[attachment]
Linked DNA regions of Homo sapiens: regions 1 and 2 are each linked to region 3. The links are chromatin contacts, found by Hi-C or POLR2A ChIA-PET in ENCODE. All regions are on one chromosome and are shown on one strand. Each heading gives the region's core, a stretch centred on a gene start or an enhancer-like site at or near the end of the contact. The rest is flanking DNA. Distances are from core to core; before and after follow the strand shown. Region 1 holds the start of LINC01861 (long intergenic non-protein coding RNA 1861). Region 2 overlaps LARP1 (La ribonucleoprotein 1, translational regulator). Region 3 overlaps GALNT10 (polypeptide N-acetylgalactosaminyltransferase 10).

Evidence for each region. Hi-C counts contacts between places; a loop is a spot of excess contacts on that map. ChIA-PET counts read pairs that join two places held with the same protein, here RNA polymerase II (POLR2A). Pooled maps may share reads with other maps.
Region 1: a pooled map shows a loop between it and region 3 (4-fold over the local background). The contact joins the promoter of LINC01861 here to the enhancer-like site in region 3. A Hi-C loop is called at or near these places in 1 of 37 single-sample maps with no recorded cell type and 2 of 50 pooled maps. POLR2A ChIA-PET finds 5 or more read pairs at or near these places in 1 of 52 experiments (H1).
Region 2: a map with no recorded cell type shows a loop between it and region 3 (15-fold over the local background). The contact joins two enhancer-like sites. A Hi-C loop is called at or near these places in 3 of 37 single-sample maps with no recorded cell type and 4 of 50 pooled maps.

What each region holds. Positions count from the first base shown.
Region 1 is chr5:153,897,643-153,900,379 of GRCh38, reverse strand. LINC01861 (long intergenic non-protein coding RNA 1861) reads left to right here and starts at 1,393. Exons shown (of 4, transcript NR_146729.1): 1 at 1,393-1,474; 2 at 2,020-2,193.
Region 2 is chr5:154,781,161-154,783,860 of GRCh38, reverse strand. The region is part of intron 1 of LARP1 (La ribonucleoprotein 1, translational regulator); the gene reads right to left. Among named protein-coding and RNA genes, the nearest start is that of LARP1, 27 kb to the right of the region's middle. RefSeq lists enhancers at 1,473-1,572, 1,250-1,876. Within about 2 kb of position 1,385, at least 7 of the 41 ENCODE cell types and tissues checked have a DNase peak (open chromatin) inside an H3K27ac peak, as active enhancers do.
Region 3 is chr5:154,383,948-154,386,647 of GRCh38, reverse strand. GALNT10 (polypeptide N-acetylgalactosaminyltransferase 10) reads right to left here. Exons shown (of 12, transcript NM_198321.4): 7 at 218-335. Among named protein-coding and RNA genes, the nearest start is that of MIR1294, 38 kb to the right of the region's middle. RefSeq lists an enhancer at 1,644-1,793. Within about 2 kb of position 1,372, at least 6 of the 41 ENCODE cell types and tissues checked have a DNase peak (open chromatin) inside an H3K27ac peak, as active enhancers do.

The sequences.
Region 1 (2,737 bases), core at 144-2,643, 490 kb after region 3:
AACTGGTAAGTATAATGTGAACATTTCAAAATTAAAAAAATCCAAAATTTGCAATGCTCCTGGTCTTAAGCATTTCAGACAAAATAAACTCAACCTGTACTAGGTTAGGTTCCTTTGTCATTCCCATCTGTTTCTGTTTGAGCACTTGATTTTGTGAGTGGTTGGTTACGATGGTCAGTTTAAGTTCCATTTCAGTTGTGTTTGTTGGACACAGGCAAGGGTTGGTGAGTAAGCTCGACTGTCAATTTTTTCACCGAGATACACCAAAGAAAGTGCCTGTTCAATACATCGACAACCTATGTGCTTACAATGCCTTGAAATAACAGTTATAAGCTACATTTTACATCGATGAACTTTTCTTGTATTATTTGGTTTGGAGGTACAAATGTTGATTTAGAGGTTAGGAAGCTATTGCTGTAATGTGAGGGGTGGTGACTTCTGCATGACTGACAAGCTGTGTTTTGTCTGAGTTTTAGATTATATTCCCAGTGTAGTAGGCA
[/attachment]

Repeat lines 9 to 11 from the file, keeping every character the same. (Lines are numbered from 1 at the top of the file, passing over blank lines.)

The sequences.
Region 1 (2,737 bases), core at 144-2,643, 490 kb after region 3:
AACTGGTAAGTATAATGTGAACATTTCAAAATTAAAAAAATCCAAAATTTGCAATGCTCCTGGTCTTAAGCATTTCAGACAAAATAAACTCAACCTGTACTAGGTTAGGTTCCTTTGTCATTCCCATCTGTTTCTGTTTGAGCACTTGATTTTGTGAGTGGTTGGTTACGATGGTCAGTTTAAGTTCCATTTCAGTTGTGTTTGTTGGACACAGGCAAGGGTTGGTGAGTAAGCTCGACTGTCAATTTTTTCACCGAGATACACCAAAGAAAGTGCCTGTTCAATACATCGACAACCTATGTGCTTACAATGCCTTGAAATAACAGTTATAAGCTACATTTTACATCGATGAACTTTTCTTGTATTATTTGGTTTGGAGGTACAAATGTTGATTTAGAGGTTAGGAAGCTATTGCTGTAATGTGAGGGGTGGTGACTTCTGCATGACTGACAAGCTGTGTTTTGTCTGAGTTTTAGATTATATTCCCAGTGTAGTAGGCA